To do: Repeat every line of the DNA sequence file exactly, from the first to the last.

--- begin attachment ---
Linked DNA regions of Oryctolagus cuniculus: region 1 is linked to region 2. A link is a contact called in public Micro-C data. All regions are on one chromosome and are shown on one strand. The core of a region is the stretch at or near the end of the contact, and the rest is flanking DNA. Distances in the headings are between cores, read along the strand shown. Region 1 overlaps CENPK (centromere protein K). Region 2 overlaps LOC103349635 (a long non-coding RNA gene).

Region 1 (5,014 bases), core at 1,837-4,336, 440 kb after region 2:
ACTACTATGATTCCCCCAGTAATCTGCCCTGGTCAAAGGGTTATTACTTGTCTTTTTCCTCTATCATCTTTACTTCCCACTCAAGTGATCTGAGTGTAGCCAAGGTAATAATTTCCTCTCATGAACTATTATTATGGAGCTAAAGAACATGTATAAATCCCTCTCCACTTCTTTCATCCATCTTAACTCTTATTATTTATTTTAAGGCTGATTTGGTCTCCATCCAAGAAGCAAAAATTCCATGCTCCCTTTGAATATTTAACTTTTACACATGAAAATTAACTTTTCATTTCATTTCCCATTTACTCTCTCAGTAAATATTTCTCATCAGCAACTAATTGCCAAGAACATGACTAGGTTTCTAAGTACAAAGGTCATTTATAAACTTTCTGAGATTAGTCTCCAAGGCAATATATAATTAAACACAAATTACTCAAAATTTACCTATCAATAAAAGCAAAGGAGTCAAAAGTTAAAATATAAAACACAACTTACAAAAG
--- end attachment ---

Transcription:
Linked DNA regions of Oryctolagus cuniculus: region 1 is linked to region 2. A link is a contact called in public Micro-C data. All regions are on one chromosome and are shown on one strand. The core of a region is the stretch at or near the end of the contact, and the rest is flanking DNA. Distances in the headings are between cores, read along the strand shown. Region 1 overlaps CENPK (centromere protein K). Region 2 overlaps LOC103349635 (a long non-coding RNA gene).

Region 1 (5,014 bases), core at 1,837-4,336, 440 kb after region 2:
ACTACTATGATTCCCCCAGTAATCTGCCCTGGTCAAAGGGTTATTACTTGTCTTTTTCCTCTATCATCTTTACTTCCCACTCAAGTGATCTGAGTGTAGCCAAGGTAATAATTTCCTCTCATGAACTATTATTATGGAGCTAAAGAACATGTATAAATCCCTCTCCACTTCTTTCATCCATCTTAACTCTTATTATTTATTTTAAGGCTGATTTGGTCTCCATCCAAGAAGCAAAAATTCCATGCTCCCTTTGAATATTTAACTTTTACACATGAAAATTAACTTTTCATTTCATTTCCCATTTACTCTCTCAGTAAATATTTCTCATCAGCAACTAATTGCCAAGAACATGACTAGGTTTCTAAGTACAAAGGTCATTTATAAACTTTCTGAGATTAGTCTCCAAGGCAATATATAATTAAACACAAATTACTCAAAATTTACCTATCAATAAAAGCAAAGGAGTCAAAAGTTAAAATATAAAACACAACTTACAAAAG